The contractors hope that all will be completed by April.  This will complete the whole project, which has taken 6 years in all from conception to completion and at no cost to Borough residents. ” This has been something that we have longed for in Horsell and we are proud of what has been achieved for the village and all its residents – Young and old alike” said Colin and Beryl and Anne.

Plans approved for the new facilities at the allotments in Bullbeggars Lane

On Tuesday 8th March the Planning Committee approved the plans for the allotments along Bullbeggars Lane. The new facilities will bring a new kitchen, washroom facilities, store room and a shop to this very popular area.  It was over a year ago that having been approached by the Chairman of the allotments, Colin and I were asked to try to move this forward, not just as an idea but a reality.  We met with WBC officers and plans were put in place as well as the finances to cover the whole building costs and its facilities.  Now that planning permission has been approved, it is hoped that building works will begin as soon as possible.  We look forward to seeing the project completed this year.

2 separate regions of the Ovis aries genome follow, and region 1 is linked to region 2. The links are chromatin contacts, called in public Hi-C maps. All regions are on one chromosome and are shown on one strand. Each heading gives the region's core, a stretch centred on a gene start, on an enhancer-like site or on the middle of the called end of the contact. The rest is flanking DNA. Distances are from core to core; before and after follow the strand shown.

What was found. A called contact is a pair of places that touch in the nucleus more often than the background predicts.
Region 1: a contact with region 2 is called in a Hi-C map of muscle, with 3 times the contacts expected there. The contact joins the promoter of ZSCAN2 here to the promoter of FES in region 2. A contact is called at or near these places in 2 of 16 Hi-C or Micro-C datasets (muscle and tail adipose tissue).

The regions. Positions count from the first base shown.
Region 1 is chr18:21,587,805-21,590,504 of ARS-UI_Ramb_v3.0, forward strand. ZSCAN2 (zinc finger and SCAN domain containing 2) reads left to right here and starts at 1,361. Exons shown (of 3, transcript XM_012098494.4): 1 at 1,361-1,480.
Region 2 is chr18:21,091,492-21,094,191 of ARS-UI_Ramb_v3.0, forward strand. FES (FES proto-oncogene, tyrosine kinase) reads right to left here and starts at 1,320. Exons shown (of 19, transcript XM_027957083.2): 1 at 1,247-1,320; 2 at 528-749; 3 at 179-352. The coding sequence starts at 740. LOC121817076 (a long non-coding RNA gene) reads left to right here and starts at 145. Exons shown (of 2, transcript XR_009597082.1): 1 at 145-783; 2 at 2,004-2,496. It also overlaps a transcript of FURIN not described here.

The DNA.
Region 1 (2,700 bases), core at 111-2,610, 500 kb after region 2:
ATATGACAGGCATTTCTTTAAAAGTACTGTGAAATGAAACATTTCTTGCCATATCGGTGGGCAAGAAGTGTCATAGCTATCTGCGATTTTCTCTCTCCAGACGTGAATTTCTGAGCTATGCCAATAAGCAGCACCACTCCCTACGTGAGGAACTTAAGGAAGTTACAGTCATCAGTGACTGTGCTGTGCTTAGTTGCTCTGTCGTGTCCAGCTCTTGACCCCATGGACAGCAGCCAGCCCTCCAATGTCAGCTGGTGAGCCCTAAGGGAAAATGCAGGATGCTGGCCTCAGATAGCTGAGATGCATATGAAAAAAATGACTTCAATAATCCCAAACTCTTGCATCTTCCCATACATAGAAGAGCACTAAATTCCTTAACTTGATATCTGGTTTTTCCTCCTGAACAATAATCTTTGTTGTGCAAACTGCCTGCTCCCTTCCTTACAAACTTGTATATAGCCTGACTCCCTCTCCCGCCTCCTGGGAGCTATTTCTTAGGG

Community clean up day on Horsell Moor Saturday 11th March

After nearly 6 months of planning and liaising with WBC, the Horsell residents were out in force last weekend to work around the Horsell Moor area.  About 28 people came and part way through there was coffee/ tea and cookies for the workers on what was a rather foggy morning.  Three areas were identified as needing attention along the whole stretch of the Moor and the work party divided into three groups to tackle the undergrowth within the wooded areas and along the edges of the trees.  At the same time litter was also collected and bagged so that SERCO could collect during the week.

Everyone had a really good time and in many cases new friendships were made as residents worked together.. Increasingly Horsell is becoming well known as an area that cares for the environment and the woodland areas around its borders.  They have already tackled Pares Woodland Garden at the top of the Community Buildings area in the centre of the village and again SERCO has worked with the residents to clear the rubbish that has been collected.  Other work parties have tackled the footpaths that criss cross the whole area, cutting back vegetation so that people can use them easily..

We as borough councillors  have helped in this process by getting some main footpaths resurfaced for the benefit of all. Next week on Saturday 19th March there will be the second work party at Horsell Moor. Come and help us as residents we love having new comers!